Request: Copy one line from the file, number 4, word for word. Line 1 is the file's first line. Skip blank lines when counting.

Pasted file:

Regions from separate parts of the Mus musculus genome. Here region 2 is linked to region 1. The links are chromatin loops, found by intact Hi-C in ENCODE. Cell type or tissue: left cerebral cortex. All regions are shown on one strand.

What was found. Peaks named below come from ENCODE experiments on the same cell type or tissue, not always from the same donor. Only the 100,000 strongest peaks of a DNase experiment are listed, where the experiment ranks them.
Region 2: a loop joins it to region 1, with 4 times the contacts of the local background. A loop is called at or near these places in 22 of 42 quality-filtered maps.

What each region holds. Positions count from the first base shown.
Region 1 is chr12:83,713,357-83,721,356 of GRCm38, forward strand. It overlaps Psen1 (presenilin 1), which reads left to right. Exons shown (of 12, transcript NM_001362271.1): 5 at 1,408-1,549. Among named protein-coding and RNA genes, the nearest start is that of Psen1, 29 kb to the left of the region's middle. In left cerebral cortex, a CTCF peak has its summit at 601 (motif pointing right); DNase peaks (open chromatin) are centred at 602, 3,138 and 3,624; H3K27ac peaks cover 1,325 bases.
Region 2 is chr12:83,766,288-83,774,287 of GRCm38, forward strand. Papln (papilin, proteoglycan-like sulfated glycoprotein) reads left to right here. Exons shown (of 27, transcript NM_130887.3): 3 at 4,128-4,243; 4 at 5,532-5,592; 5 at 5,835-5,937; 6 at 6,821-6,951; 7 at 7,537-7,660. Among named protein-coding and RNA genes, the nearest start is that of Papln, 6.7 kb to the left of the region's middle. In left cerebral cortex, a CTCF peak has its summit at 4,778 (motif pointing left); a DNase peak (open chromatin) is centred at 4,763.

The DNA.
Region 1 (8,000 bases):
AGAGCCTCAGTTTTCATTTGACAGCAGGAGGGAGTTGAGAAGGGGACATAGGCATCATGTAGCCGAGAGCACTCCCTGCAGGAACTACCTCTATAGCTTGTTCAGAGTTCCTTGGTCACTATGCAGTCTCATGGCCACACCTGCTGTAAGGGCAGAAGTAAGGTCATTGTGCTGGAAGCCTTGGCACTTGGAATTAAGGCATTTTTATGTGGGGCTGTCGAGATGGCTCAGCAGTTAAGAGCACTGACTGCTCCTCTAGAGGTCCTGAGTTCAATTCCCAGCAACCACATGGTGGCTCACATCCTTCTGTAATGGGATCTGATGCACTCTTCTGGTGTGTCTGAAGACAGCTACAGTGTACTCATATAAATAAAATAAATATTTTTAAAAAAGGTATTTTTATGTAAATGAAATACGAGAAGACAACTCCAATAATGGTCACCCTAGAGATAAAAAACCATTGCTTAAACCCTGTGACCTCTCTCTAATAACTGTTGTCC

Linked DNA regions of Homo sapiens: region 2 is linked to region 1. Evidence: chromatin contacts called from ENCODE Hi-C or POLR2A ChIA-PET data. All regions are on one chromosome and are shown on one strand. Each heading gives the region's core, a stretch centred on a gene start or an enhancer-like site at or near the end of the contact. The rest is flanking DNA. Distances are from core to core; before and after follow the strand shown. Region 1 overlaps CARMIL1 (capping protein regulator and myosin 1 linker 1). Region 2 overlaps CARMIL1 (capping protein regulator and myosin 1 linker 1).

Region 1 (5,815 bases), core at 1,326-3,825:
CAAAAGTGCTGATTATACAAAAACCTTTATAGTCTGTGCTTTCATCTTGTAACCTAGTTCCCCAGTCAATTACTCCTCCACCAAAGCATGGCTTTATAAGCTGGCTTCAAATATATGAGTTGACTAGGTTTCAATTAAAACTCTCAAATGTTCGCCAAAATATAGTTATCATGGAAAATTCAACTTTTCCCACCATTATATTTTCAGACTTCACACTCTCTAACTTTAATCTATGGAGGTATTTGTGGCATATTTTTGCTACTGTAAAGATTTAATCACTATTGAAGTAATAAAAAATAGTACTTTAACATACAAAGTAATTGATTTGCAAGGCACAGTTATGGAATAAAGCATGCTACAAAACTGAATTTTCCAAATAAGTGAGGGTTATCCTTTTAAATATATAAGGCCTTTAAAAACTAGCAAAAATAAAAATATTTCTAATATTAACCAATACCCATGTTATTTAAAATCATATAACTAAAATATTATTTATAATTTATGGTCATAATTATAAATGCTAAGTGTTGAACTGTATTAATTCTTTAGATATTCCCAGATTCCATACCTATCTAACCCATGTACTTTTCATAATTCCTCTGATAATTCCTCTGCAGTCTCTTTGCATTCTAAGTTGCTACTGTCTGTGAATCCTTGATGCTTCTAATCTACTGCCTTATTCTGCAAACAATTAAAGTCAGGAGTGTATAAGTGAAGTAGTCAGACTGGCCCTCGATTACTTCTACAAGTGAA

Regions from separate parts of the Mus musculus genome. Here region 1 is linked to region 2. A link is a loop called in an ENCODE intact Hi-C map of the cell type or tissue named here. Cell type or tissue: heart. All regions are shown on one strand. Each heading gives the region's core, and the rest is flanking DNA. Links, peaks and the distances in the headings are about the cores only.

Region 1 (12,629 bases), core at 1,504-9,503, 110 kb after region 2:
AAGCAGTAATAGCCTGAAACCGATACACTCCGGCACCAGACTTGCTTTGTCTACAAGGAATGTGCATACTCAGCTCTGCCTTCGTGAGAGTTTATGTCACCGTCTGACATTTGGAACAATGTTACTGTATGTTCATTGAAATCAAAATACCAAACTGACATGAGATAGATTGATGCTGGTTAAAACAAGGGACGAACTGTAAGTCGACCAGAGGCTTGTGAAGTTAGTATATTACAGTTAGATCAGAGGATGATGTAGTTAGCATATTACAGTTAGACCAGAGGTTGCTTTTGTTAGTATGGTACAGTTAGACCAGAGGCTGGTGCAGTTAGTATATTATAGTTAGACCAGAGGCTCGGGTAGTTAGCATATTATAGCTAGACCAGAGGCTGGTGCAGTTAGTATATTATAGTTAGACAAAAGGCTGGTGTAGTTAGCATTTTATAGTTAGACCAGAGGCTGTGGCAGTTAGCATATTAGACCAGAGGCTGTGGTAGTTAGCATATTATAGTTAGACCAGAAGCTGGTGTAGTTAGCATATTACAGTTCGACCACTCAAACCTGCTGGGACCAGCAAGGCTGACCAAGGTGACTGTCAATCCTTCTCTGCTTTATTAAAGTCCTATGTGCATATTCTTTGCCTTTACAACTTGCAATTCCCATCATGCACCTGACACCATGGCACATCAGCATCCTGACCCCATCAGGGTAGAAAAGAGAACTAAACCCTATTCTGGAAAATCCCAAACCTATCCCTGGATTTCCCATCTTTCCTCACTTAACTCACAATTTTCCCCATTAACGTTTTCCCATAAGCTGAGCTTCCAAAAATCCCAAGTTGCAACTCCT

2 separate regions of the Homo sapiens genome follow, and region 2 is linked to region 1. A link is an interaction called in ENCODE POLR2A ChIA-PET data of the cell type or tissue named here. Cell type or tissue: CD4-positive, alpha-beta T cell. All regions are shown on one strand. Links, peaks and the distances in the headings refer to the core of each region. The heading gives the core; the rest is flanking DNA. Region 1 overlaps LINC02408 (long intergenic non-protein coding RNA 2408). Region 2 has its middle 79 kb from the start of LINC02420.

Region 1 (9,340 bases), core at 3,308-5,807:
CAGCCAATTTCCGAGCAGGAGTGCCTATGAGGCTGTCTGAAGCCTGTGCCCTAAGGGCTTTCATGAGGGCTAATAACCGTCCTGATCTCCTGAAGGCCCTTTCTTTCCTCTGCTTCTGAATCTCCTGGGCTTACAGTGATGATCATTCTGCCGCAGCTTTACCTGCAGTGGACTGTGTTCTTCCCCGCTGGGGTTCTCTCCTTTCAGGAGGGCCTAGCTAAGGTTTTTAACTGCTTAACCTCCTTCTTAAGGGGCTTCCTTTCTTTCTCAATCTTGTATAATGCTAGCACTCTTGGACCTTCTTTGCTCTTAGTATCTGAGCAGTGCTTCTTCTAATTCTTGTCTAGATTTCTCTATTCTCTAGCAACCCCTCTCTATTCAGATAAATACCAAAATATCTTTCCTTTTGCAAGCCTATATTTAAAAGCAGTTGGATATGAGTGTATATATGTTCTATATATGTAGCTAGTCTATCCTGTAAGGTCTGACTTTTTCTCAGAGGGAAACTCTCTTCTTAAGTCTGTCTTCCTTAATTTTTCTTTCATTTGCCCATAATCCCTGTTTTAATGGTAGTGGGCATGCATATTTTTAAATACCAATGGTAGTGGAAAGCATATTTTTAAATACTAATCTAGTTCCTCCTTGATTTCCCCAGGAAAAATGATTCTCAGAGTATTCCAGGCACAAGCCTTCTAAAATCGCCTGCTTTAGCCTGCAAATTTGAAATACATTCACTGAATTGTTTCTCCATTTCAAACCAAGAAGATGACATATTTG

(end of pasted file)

What each region holds. Positions count from the first base shown.